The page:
EIGHTEEN YOUNG SHOOTERS participated in the first Canadian National Skeet Shooting Camp at Comox Lake.

EIGHTEEN YOUNG SHOOTERS participated in the first Canadian National Skeet Shooting Camp at Comox Lake.

Youthful shooters take to skeet in Comox Valley

Young shooters gathered for the first Canadian National Skeet Shooting Camp recently at Comox Lake.

Young shooters, novice and experienced, gathered from the mainland and the Island to take part in the first Canadian National Skeet Shooting Camp at the shotgun venue of the Courtenay and District Fish and Game Protective Association.

For many years, NSSA Youth Camps have been held all over the United States to introduce young shooters to the game of skeet. Now, for the first time, the camp was offered in Canada.

Five Certified Level 1 NSSA skeet instructors, led by zone instructor Bob LaRue, as well as over 20 very experienced and skilled volunteer assistants came to the camp at their own expense, from Calgary, Kelowna, Vancouver, Langley, as well as from all over Vancouver Island.

Eighteen 12- to 16-year-old participants travelled from Kelowna, Vancouver, and all over the Island to learn fundamental shooting skills and safe gun-handling practices at the Comox Lake facility.

The students worked hard improving their skills over the three-day Labour Day weekend, and even first-time shooters amazed the adults with how quickly they picked up the sport.

To the delight of the students, Jonathon Weselake, captain of the Canadian Shooting Team, gave an exhibition of Olympic skeet shooting. Jonathon trains at the Courtenay facility, and offered shooting tips and spoke about the route to the Olympics.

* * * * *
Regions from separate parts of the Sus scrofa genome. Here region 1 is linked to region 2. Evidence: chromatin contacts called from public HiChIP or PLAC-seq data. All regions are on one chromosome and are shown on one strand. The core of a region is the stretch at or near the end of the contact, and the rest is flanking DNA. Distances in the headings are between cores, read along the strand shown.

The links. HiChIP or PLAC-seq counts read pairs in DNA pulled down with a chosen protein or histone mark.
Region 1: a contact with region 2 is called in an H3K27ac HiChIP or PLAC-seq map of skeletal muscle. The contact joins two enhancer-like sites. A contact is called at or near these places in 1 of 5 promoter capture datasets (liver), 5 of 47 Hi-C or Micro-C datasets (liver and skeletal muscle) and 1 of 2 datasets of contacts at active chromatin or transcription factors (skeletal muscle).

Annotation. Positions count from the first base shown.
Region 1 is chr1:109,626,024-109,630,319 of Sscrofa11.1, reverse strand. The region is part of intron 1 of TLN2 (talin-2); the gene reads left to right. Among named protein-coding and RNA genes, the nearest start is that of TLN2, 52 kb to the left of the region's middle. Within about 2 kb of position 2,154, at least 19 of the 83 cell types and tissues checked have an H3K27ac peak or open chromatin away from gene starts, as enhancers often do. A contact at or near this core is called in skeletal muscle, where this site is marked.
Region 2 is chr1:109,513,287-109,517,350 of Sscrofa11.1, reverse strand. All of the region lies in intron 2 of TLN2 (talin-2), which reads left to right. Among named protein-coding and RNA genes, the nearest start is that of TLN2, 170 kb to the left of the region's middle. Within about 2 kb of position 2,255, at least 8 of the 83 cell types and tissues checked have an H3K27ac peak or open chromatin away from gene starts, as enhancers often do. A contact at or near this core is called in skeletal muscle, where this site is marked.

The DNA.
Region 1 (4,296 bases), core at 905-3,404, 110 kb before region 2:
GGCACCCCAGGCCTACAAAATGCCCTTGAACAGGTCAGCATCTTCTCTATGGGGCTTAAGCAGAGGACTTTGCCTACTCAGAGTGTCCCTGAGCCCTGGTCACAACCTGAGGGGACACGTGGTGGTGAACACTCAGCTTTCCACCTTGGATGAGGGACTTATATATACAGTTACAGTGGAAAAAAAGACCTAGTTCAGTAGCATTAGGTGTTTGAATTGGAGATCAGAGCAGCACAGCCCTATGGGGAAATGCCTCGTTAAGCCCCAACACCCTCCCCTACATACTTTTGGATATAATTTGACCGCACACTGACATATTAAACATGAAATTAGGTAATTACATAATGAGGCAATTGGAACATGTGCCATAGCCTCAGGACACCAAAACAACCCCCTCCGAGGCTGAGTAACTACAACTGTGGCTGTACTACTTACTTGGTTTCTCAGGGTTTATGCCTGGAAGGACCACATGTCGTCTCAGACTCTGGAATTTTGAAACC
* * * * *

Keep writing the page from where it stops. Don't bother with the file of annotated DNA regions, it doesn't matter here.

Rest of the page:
Jim Leggett, chair of the shotgun venue said, “With an event of this scope, members of the club have put in hundreds of hours of planning, fundraising, and organizing.  But what really pulled everything together and made it such an awesome success  was the contribution of the more than 50 volunteers who instructed, coached, and mentored the kids, or who put out three fabulous meals every day for over 70 people at the camp.  It was truly a community and family affair.”

Dale Frame, president of Courtenay Fish and Game, also acknowledged the community sponsors that made the camp possible.

“We had overwhelming support from local, Canadian, and even American businesses through their contributions of food, prizes, ammunition, targets, and cash. We were even able to borrow or purchase guns in a range of sizes to suit young shooters.”

Instructor Tony Anteo from Vancouver revealed his passion for the sport.  “I postponed my wedding to come to this camp.  I have an understanding fiancée.  This is an event I’ll remember for the rest of my life.”

The students were the true measure of the success of the camp.  Not only were their shooting skills impressive by the final day, but their evaluation of the weekend brought out comments such as, “The cooking was amazing, and the instructors and mentors were amazing too”.  Another said, “I am really enjoying this camp,” and “Can’t wait for the next one!”

— Courtenay and District Fish and Game Protective Association

 

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